Questions, comments, or criticism's are appreciated.

PLS

Stillwater
11-09-2009, 03:38 AM
I live in an area where a lot of contractors do some very rough estimating of quantities. This opens the door for me to sell my service of construction review. By taking a close look at quantities built versus plan and contract terms I average saving the client 3 to 5 % of the project cost. For a couple of hours of my time ($300), the client often cuts his payment by $1000 on a $20,000 job. The client is happy, the contractor not so much.

I don't want to hijack the thread by changing the subject but I am curious about how exactly does your service work. You sound like a 3rd, party dictating to the contractor his materiel needs.

say on clean fill for a grade change for a paver driveway, your extremely detailed measurements call for 50 yards, But mine call for 60 yards on contract because I want 60 yards on site. I need to account for compaction and the fills moisture % is unknown to me. you swoop in,change it and I only get 50 yards, but in reality I need 56 yards because of a high moisture content. Now I have to shut down to send a guy out to get six yards of fill but before I do that I need to get the contract amended. So instead of a small 4 yard pile of extra fill sitting off to the side I got 7 guys a skid steer and a excavator standing around costing me money so how exactly do you factor yourself in realistically speaking. Are you meeting with the client and reviewing all bids and helping the customer choose a contractor or are you after the fact.

Stillwater
11-09-2009, 06:25 AM
Another question..........Certain mark up on each plant equals labor cost or number of hours to take to do the job. Since I have not much experience doing this large of install it will be a tall order to accurately determine how many hours it will take to plant all of them. So I thought that a average mark up per plant would be an alternative.

Questions, comments, or criticism's are appreciated.

PLS

You need to know the condition of the soil so you can account for the soil amendment and a basic idea of how much waist you will generate and need to dispose of. But significant mark up, for example 2xs the plant cost or 2x's plant cost + 15% + the disposal + amendment or more is only really justified if you are warranting the plant for X amount of time. So basically you are charging for the plant, soil amendment and disposal the installation of that plant plus a replacement plant and labor for in the future in the event you need to be a stand up guy and honor your warranty. Now on a large job with a massive amount of planting this method will most likely not fly for cost reasons all you bids will be shredded and laughed at, for example you need to plant 15 Paper Bark Maples "your" cost is 799 each x2 + 15% + soil amendment + disposal of the large amount of waist. the total for just the trees without amendment and disposal and the 15% is 23,970 that prices you into bankruptcy because no one would pay that. So you fall back to your work history and use your best judgment as to how long it will take you and use you perman hr. labor rate + material and give the customer what ever limited warranty your wholesaler gives you if any. What ever you do Be careful because you can totally screw yourself, and be very careful if you inflate the charge to cover yourself to much over compensating can harm you down the road as well. I recommend you work this with your perman hour labor rate + materials until you get a few of these under your belt and you then can start bid billing. Want a solid answer from your area? ask the nursry that sells the plants what they charge to install them and take it from their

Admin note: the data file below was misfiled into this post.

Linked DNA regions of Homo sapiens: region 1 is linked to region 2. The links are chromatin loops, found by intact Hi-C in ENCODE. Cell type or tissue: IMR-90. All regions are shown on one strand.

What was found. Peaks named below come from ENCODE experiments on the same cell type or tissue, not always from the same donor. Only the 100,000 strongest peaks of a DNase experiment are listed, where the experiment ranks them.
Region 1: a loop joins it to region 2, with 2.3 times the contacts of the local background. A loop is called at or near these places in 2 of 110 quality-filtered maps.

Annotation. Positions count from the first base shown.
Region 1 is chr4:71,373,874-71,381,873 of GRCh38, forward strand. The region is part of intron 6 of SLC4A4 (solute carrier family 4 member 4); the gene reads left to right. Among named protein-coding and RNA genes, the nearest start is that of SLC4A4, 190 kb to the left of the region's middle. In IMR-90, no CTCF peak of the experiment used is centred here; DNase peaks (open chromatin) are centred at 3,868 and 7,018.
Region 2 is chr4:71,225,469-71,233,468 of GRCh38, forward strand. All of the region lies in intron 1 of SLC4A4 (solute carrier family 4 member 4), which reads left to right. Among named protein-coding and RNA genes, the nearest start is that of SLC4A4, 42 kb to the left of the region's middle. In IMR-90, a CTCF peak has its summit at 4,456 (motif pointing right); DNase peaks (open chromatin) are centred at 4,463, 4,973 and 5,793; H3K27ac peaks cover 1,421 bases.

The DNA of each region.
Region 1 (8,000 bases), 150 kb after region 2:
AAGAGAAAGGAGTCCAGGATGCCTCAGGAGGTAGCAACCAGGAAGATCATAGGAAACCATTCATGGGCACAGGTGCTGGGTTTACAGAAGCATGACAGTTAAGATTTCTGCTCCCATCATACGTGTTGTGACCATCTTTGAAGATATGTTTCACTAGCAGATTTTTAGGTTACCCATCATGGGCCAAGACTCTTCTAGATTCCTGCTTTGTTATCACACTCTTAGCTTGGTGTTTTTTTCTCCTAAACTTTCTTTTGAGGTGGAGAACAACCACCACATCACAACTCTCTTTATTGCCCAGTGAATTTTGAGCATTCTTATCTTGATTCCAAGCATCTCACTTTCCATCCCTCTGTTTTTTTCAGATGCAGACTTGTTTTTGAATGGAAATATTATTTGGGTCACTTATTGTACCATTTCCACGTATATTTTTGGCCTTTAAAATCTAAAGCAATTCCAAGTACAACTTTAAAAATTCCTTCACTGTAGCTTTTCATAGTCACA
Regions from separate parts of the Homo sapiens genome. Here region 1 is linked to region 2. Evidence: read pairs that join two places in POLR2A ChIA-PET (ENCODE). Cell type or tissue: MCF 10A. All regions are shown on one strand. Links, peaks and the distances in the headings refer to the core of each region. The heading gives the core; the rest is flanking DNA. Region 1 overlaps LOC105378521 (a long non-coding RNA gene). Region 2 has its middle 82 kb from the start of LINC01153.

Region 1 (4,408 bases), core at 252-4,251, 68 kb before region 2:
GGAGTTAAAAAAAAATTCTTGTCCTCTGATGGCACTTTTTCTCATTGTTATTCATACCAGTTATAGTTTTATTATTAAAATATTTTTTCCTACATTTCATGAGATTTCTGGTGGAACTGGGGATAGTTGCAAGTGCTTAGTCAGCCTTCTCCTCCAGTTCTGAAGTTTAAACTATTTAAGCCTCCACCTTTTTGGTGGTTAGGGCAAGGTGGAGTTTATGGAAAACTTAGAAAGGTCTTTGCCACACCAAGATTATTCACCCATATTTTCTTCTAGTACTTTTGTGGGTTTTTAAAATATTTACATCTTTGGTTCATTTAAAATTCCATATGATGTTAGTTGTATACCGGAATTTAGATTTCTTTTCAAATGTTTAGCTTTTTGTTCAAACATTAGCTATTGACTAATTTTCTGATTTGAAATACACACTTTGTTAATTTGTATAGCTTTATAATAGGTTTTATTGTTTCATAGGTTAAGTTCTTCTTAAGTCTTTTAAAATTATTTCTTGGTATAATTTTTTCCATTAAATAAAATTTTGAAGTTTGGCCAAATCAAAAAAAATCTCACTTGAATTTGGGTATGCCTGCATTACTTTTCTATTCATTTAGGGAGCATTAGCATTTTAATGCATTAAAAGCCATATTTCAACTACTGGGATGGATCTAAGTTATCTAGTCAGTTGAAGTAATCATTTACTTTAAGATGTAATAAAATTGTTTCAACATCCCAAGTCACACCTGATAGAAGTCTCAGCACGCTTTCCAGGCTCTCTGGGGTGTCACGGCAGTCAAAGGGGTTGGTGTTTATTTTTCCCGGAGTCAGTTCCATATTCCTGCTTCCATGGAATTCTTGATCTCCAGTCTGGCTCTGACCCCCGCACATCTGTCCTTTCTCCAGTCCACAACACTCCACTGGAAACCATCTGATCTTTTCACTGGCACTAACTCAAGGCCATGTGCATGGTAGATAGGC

pls8xx
11-09-2009, 08:10 AM
Every new start up goes through that period of hand wringing wondering if your bid is too low and you will loose your shirt, or whether the bid is too high and you are pricing yourself out of work. This will not end until you know what your costs are. The fastest way to get though it is to keep careful records. And part of that is knowing what quantities generated that cost.

For example take the mulch bed job of this thread. If you do a good job of tracking the expense but divide that by an erroneous quantity of area covered, you will be mistaken in what you think your cost per yard was. This might lead you to under or over bid the next project.

Contracting is a competitive business. In the bidding process, one who can accurately predict his cost has an edge over those who donít. Say you bid 10 projects against a competitor. You know exactly on each job what it will take to make the profit you want and bid accordingly. The other guy just wings it, bidding sometimes high, sometimes low. When he bids high you get the job and make a profit. The only jobs he gets are from his low bids where he ends up working for nothing. Next year you are still in business, he is broke and gone.